What you can conclude when two error bars overlap (or don't)?
It is tempting to look at whether two error bars overlap or not, and try to reach a conclusion about whether the difference between means is statistically significant.
Resist that temptation (Lanzante, 2005)!
Standard Deviation Error Bars
SD error bars quantify the scatter among the values. Looking at whether the error bars overlap lets you compare the difference between the mean with the amount of scatter within the groups. But the t test also takes into account sample size. If the samples were larger with the same means and same standard deviations, the P value would be much smaller. If the samples were smaller with the same means and same standard deviations, the P value would be larger.
When the difference between two means is statistically significant (P < 0.05), the two SD error bars may or may not overlap. Likewise, when the difference between two means is not statistically significant (P > 0.05), the two SD error bars may or may not overlap.
Knowing whether SD error bars overlap or not does not let you conclude whether the difference between the means is statistically significant or not.
Standard Error of the Mean Error Bars
SEM error bars quantify how precisely you know the mean, taking into account both the SD and sample size. Looking at whether the error bars overlap, therefore, lets you compare the difference between the mean with the precision of those means. This sounds promising. But in fact, you don’t learn much by looking at whether SEM error bars overlap.
By taking into account sample size and considering how far apart two error bars are, Cumming (2007) came up with some rules for deciding when a difference is significant or not. But these rules are hard to remember and apply.
Here is a simpler rule:
If two SEM error bars do overlap, and the sample sizes are equal or nearly equal, then you know that the P value is (much) greater than 0.05, so the difference is not statistically significant. The opposite rule does not apply. If two SEM error bars do not overlap, the P value could be less than 0.05, or it could be greater than 0.05. If the sample sizes are very different, this rule of thumb does not always work.
Confidence Interval Error Bars
Error bars that show the 95% confidence interval (CI) are wider than SE error bars. It doesn’t help to observe that two 95% CI error bars overlap, as the difference between the two means may or may not be statistically significant.
A useful rule of thumb: If two 95% CI error bars do not overlap, and the sample sizes are nearly equal, the difference is statistically significant with a P value much less than 0.05 (Payton 2003).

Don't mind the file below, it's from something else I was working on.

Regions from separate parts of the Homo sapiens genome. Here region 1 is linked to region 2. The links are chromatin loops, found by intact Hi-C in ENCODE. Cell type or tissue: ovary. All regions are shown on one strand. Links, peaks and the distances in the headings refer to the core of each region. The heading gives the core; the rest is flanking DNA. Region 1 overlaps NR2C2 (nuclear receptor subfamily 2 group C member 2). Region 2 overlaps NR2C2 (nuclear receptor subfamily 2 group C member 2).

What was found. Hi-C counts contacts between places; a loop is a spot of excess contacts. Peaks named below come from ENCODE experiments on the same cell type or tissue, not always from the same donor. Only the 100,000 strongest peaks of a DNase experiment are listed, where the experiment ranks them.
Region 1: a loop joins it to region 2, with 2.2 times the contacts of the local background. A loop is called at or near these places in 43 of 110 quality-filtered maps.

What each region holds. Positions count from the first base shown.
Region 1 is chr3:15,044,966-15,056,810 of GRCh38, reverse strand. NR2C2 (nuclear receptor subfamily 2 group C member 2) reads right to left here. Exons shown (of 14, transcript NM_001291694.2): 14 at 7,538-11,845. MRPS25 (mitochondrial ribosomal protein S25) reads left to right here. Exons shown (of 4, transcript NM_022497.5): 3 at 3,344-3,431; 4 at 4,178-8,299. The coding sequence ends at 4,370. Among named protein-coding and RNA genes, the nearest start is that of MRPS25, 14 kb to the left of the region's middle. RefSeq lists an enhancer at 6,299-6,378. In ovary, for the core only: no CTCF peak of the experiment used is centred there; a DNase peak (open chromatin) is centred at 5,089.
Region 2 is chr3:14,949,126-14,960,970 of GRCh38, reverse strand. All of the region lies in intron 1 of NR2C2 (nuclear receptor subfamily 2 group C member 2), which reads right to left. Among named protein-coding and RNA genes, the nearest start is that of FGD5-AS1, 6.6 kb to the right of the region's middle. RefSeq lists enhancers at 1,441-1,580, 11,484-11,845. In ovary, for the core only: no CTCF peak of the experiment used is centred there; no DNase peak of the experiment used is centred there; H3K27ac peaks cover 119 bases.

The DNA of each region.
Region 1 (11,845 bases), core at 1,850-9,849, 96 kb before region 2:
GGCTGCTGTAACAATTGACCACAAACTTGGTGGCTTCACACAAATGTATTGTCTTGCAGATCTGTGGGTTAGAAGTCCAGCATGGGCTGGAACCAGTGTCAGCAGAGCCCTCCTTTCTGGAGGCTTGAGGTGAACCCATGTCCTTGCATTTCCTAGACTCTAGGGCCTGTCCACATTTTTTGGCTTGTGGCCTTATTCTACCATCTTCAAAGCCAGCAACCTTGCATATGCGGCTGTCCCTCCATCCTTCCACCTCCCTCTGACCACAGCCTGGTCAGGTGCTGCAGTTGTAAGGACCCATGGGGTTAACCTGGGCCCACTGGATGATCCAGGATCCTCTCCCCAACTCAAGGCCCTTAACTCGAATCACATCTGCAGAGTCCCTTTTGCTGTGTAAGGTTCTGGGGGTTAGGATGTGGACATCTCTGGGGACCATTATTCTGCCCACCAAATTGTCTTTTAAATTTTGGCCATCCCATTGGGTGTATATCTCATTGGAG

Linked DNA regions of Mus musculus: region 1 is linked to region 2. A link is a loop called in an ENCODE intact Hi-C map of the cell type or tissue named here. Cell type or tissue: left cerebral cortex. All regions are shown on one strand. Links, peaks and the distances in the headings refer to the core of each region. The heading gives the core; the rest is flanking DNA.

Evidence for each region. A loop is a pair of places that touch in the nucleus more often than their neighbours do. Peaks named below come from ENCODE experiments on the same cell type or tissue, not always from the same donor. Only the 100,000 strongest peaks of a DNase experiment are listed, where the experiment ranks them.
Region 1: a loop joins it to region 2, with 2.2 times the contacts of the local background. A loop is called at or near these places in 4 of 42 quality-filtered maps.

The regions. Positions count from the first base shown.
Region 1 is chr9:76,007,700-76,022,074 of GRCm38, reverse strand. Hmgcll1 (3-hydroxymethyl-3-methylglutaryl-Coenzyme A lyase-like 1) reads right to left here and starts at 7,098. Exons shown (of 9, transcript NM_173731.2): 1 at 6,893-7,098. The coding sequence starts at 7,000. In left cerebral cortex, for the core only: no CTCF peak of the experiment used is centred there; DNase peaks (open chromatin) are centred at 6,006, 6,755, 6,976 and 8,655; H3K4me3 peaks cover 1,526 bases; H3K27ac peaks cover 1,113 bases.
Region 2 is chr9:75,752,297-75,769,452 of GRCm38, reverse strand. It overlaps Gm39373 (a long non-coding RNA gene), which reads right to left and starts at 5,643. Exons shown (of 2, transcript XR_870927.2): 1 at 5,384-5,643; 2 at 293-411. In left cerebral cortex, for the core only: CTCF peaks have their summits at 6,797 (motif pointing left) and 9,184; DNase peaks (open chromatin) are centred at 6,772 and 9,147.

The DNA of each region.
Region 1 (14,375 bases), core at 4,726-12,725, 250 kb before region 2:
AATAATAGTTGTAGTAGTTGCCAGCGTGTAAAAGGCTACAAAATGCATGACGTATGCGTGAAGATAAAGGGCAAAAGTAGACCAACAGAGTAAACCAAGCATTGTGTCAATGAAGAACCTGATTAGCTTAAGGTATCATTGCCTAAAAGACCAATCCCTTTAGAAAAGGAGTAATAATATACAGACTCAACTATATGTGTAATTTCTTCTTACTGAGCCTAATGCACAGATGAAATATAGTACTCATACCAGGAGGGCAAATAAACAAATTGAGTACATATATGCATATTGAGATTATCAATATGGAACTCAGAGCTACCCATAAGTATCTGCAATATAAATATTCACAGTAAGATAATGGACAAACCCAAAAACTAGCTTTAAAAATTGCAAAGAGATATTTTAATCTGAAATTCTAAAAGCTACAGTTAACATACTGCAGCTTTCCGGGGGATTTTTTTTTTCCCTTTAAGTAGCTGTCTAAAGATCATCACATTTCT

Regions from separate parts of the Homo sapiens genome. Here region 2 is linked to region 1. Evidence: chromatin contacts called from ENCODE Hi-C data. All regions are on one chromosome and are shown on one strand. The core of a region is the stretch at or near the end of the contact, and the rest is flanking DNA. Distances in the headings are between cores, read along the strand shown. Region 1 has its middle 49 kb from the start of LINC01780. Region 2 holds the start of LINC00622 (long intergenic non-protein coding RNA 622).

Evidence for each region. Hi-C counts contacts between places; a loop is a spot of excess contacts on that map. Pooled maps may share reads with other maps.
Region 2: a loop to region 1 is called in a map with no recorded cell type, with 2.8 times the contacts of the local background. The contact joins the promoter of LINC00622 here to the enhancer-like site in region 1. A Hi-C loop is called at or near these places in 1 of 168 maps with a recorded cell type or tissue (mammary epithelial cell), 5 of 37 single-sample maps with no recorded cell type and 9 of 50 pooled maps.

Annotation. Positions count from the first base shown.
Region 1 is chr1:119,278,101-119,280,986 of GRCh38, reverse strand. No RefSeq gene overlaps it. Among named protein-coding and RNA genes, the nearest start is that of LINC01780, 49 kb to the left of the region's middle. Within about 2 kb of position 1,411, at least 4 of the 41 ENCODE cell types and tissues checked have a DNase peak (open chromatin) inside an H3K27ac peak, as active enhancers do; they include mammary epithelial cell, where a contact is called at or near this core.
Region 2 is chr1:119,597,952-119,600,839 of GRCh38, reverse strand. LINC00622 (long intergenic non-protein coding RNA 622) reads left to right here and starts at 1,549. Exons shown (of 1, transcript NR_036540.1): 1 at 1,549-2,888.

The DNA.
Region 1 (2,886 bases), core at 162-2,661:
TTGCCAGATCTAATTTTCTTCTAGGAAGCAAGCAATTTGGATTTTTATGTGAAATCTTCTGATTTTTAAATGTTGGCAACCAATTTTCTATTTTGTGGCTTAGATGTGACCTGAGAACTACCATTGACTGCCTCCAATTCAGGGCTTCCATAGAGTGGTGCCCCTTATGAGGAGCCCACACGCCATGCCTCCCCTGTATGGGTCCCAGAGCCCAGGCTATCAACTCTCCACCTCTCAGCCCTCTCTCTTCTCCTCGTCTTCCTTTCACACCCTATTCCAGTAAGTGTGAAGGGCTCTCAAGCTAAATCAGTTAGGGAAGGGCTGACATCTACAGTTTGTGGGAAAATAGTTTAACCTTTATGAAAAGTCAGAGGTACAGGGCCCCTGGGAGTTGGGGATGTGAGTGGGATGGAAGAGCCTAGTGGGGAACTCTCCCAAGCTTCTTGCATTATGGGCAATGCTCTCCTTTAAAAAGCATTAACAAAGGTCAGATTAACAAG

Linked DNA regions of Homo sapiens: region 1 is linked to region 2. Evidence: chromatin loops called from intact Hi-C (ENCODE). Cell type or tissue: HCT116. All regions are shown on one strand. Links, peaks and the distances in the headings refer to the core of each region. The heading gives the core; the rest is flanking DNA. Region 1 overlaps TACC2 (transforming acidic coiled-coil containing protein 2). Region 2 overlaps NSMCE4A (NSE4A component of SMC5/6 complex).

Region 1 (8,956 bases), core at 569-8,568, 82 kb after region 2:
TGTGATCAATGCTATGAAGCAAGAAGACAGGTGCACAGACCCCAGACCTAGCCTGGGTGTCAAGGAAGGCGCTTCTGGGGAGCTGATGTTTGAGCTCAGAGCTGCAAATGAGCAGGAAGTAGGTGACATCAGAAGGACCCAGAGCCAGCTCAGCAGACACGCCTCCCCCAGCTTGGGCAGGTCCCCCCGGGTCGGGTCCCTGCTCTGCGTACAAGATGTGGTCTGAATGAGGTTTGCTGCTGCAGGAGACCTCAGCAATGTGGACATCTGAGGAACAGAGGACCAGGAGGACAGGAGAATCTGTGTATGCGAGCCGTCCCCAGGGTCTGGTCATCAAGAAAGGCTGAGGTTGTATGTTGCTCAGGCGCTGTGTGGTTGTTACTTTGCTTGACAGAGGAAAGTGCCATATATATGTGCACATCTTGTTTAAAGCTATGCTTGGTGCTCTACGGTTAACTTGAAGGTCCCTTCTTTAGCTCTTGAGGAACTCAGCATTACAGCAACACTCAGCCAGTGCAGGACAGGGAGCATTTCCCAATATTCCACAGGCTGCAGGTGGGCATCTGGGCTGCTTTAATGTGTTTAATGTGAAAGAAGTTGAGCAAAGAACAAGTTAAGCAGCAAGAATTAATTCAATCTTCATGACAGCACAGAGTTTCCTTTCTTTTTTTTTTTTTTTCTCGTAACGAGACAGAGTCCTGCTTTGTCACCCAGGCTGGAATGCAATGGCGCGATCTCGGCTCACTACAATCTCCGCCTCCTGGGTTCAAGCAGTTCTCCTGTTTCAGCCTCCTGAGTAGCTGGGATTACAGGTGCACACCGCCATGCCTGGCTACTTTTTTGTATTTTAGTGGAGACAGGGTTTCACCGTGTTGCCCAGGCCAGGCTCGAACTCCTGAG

With multiple comparisons following ANOVA, the significance level usually applies to the entire family of comparisons. With many comparisons, it takes a much larger difference to be declared "statistically significant". But the error bars are usually graphed (and calculated) individually for each treatment group, without regard to multiple comparisons. So the rule above regarding overlapping CI error bars does not apply in the context of multiple comparisons.
Rules of thumb (for when sample sizes are equal, or nearly equal).
Type of error bar |
Conclusion if they overlap |
Conclusion if they don’t overlap |
SD |
No conclusion |
No conclusion |
SEM |
P > 0.05 |
No conclusion |
95% CI |
No conclusion |
P < 0.05 |
Unequal Sample Sizes
This page was updated 4/16/2010 to point out that the rules of thumb are true only when the sample sizes are equal, or nearly equal.
Here is an example where the rule of thumb about confidence intervals is not true (and sample sizes are very different).
Sample 1: Mean=0, SD=1, n=10
Sample 2: Mean=3, SD=10, n=100
The confidence intervals do not overlap, but the P value is high (0.35).
And here is an example where the rule of thumb about SE is not true (and sample sizes are very different).
Sample 1: Mean=0, SD=1, n=100, SEM=0.1
Sample 2: Mean 3, SD=10, n=10, SEM=3.33
The SEM error bars overlap, but the P value is tiny (0.005).
References
Cumming et al. Error bars in experimental biology. J Cell Biol (2007) vol. 177 (1) pp. 7-11
Lanzante. A Cautionary Note on the Use of Error Bars. Journal of Climate (2005) vol. 18 pp. 3699-3703
Payton et al. Overlapping confidence intervals or standard error intervals: what do they mean in terms of statistical significance?. J Insect Sci (2003) vol. 3 pp. 34